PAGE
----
On the fourth of July there is plenty of pageantry and always a plethora of grilled and greasy items in our great nations backyards enough to fill up a small baseball stadium. However, in all of the pomp and circumstance, I hope we stand back and take a moment to reflect upon what the day is all about. I mean besides the twenty-two flavors of beer and barbecue sauce.
Two hundred and thirty six years ago on July 2nd, during the American Revolution, the original thirteen colonies separated from Great Britain when the Second Continental Congress voted to approve a resolution of independence. Then the Committee of Five, Thomas Jefferson being its principal author, drafted what became known as the Declaration of Independence. Although it wasn’t actually approved until July 4th, John Adams penned a letter to his wife on July 3rd 1776 saying, “The second day of July, 1776, will be the most memorable epoch in the history of America. I am apt to believe that it will be celebrated by succeeding generations as the great anniversary Festival. It ought to be commemorated, as the Day of Deliverance, by solemn acts of devotion to God Almighty. It ought to be solemnized with pomp and parade, with shows, games, sports, guns, bells, bonfires and illuminations, from one end of this continent to the other, from this time forward forever." Even though Mr. Adams was off by two days, his reflections of what would occur was right on the mark. America would celebrate from that year forward with games, sports, illuminations, and all things red white and blue.
Most of us learned or memorized, at some point in time, parts of the Declaration of Independence. For instance, “We hold these truths to be self-evident, that all men are created equal, that they are endowed by their Creator with certain unalienable Rights, that among these are Life, Liberty and the pursuit of Happiness.” These words are often quoted, but how many of the signatures can we remember of the 56 gentlemen who signed it? Of course we all remember John Hancock, because of his large and clear print, whose name has since become synonymous for signature. But did you know Edward Rutledge was the youngest signer at age 26, Benjamin Franklin at 70 was the oldest, and John Adams and Thomas Jefferson would be future presidents? Do we remember that by signing this document they, John Hancock, Samuel Adams, and the other founding fathers weren’t just signing some empty philosophical statement, they were signing their death warrant. It marked a point of no return, because by doing so it was considered an act of treason. Either the revolutionaries were going to gain their independence from England and create a new country, or they were going to lose the war and forfeit everything they owned, ruin their families, and be hanged. By placing their signature upon that document they were displaying their dedication to the cause of American independence and the ultimate disloyalty to King George the Third. Imagine the risks they were taking; imagine the bravery and fortitude of these men, and all of the colonists in 1776.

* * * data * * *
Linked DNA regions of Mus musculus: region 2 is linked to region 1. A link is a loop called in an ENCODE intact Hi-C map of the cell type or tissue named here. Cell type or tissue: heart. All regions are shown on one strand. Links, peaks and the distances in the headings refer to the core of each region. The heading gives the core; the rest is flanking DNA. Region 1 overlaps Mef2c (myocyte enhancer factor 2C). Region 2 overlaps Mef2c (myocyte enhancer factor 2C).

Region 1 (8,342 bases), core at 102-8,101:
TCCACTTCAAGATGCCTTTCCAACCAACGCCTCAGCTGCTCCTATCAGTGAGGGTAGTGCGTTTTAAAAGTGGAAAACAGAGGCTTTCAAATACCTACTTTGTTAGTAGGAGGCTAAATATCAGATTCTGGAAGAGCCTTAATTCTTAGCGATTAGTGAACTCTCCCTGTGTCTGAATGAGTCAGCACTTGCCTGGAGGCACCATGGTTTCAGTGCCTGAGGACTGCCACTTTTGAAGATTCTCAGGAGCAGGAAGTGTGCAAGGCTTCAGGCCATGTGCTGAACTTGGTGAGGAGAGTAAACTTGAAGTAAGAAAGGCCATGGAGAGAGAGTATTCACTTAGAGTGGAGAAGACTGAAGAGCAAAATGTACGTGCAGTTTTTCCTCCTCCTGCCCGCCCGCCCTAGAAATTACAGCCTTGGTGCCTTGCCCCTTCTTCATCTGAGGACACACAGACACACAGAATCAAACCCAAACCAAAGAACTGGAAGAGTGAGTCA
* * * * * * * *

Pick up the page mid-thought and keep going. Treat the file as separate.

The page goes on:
The Declaration of Independence is the United States of America’s birth certificate. It declares our commitment to freedom and nurtures the ideology’s that all men are created equal and desire freedom from their oppressors. Without those men back on July 4th, 1776 who were impelled to separate from Great Britain we would not be the land of the free as we know it today. Let’s try to remember them as we light the sparklers, and swallow down grandma’s potato salad, and be truly thankful that we can.